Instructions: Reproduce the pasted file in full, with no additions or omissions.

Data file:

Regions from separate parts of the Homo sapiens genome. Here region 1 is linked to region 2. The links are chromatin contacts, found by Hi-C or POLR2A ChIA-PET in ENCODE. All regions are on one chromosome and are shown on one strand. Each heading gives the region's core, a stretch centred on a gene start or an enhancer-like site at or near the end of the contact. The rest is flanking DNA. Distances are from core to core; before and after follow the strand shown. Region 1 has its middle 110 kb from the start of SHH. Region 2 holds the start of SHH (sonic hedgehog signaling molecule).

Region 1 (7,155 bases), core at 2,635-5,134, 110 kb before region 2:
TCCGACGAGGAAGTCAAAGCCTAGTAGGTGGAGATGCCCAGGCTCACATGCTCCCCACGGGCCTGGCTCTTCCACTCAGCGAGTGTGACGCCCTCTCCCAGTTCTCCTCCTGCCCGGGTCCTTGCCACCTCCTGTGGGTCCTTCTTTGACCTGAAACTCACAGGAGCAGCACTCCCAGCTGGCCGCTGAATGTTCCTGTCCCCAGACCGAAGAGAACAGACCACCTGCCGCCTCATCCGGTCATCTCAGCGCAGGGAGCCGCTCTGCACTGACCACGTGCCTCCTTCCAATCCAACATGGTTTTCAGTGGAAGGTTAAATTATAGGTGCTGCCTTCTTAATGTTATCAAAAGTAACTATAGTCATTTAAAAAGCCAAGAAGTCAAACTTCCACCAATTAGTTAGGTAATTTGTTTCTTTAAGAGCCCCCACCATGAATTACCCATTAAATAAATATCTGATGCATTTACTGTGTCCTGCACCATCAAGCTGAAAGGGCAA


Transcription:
Regions from separate parts of the Homo sapiens genome. Here region 1 is linked to region 2. The links are chromatin contacts, found by Hi-C or POLR2A ChIA-PET in ENCODE. All regions are on one chromosome and are shown on one strand. Each heading gives the region's core, a stretch centred on a gene start or an enhancer-like site at or near the end of the contact. The rest is flanking DNA. Distances are from core to core; before and after follow the strand shown. Region 1 has its middle 110 kb from the start of SHH. Region 2 holds the start of SHH (sonic hedgehog signaling molecule).

Region 1 (7,155 bases), core at 2,635-5,134, 110 kb before region 2:
TCCGACGAGGAAGTCAAAGCCTAGTAGGTGGAGATGCCCAGGCTCACATGCTCCCCACGGGCCTGGCTCTTCCACTCAGCGAGTGTGACGCCCTCTCCCAGTTCTCCTCCTGCCCGGGTCCTTGCCACCTCCTGTGGGTCCTTCTTTGACCTGAAACTCACAGGAGCAGCACTCCCAGCTGGCCGCTGAATGTTCCTGTCCCCAGACCGAAGAGAACAGACCACCTGCCGCCTCATCCGGTCATCTCAGCGCAGGGAGCCGCTCTGCACTGACCACGTGCCTCCTTCCAATCCAACATGGTTTTCAGTGGAAGGTTAAATTATAGGTGCTGCCTTCTTAATGTTATCAAAAGTAACTATAGTCATTTAAAAAGCCAAGAAGTCAAACTTCCACCAATTAGTTAGGTAATTTGTTTCTTTAAGAGCCCCCACCATGAATTACCCATTAAATAAATATCTGATGCATTTACTGTGTCCTGCACCATCAAGCTGAAAGGGCAA